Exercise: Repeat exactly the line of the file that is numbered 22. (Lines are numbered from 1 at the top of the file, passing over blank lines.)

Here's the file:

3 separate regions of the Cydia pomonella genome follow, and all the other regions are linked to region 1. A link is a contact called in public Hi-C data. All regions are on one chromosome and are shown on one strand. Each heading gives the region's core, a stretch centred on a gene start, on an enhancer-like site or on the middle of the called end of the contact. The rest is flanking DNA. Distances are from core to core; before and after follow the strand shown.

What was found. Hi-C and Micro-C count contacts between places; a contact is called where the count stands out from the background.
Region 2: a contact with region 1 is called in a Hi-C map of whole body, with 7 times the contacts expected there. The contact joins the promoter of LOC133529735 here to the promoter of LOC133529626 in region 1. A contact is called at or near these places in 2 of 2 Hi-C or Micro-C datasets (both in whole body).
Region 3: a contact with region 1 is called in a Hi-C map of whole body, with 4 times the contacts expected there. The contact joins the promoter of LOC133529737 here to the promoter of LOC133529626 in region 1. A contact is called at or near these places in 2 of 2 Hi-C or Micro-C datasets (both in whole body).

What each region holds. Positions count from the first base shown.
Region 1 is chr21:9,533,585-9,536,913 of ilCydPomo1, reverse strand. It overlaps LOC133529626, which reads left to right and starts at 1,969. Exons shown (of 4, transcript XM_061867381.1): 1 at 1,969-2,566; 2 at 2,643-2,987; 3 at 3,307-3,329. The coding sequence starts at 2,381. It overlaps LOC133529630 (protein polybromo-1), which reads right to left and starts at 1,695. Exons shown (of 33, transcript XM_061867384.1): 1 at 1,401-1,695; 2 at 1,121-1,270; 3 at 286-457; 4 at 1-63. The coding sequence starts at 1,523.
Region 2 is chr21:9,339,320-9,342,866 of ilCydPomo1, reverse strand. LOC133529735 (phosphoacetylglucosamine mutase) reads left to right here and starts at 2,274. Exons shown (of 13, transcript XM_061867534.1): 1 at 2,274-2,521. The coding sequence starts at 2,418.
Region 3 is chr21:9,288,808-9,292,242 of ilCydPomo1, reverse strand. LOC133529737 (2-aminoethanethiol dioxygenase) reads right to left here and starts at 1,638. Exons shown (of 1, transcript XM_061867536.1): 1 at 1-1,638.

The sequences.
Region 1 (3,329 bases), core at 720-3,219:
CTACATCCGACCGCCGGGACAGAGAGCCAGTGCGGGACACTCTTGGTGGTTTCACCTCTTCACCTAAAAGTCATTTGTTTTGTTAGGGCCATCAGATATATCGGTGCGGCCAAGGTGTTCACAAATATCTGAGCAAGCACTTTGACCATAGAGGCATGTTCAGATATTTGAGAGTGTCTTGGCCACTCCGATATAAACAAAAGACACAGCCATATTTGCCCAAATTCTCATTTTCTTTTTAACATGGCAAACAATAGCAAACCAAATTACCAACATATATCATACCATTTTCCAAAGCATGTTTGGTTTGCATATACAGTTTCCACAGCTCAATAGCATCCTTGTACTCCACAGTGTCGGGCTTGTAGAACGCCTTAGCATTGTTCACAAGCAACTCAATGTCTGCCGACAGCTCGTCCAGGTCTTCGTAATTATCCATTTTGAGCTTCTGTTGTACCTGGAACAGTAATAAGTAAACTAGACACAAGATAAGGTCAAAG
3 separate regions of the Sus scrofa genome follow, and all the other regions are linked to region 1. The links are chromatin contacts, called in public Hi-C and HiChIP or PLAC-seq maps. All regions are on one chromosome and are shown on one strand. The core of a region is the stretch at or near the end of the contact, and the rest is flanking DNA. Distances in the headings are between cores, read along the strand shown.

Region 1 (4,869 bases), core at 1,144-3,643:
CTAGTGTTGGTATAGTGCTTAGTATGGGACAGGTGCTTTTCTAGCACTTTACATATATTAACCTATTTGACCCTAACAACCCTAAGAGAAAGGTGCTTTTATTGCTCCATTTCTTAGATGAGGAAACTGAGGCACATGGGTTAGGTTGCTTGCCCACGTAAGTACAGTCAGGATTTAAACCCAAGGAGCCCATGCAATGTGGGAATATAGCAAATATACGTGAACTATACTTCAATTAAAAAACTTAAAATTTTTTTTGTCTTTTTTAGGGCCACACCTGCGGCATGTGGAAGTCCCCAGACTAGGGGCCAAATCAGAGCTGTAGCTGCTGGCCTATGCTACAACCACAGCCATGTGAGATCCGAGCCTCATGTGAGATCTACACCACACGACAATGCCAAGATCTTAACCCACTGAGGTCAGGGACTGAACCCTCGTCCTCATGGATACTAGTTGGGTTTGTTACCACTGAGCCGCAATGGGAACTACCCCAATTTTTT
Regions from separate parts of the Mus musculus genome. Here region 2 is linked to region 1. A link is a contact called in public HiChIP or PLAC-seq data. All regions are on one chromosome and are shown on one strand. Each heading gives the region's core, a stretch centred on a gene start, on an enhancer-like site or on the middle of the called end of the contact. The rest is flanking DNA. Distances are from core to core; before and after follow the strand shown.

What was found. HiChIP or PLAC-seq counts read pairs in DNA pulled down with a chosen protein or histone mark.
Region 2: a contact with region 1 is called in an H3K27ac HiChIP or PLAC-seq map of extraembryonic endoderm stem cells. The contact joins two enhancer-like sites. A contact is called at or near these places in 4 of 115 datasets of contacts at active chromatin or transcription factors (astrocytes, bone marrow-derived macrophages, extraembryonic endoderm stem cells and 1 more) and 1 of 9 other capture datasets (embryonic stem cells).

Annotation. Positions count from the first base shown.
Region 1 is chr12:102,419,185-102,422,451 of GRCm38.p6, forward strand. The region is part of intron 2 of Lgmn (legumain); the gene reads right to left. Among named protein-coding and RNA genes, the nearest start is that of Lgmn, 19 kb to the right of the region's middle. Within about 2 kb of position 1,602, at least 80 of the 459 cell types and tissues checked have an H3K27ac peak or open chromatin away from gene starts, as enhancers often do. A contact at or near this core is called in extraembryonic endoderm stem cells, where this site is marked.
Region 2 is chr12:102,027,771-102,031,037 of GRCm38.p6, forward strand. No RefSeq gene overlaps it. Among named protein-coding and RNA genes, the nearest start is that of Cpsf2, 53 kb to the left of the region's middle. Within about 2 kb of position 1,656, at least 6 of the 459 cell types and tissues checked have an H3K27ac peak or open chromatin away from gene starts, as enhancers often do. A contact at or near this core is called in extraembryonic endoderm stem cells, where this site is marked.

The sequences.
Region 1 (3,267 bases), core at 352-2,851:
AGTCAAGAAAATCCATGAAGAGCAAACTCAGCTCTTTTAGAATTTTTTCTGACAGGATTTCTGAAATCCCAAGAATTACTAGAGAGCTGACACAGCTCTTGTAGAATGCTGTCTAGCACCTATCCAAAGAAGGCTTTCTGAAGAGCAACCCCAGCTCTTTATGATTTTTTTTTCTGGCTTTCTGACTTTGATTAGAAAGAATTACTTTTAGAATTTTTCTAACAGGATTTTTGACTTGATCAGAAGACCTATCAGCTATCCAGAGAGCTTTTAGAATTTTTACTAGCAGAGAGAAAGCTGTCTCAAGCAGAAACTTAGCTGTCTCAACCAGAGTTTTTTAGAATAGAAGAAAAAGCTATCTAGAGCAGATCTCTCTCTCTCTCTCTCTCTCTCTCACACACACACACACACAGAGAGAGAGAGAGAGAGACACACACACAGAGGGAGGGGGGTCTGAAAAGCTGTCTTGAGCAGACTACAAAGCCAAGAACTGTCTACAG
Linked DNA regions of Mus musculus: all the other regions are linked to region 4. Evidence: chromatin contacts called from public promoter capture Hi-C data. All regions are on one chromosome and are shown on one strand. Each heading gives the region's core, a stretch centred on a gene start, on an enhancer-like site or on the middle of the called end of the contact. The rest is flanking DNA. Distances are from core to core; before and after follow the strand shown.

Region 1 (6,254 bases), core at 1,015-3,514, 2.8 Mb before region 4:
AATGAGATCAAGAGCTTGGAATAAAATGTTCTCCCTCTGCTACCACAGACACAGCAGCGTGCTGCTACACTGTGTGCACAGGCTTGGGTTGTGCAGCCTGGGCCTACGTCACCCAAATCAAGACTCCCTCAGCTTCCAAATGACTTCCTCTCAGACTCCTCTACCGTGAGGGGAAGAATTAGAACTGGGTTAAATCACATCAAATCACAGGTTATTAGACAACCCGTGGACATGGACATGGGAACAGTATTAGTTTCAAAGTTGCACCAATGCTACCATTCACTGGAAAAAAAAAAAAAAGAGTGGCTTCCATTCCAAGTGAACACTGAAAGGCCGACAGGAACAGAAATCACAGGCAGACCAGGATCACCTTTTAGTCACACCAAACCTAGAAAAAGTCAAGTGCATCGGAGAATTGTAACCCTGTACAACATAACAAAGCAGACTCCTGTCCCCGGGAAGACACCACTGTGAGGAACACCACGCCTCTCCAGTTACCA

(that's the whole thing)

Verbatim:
Region 1 (3,267 bases), core at 352-2,851: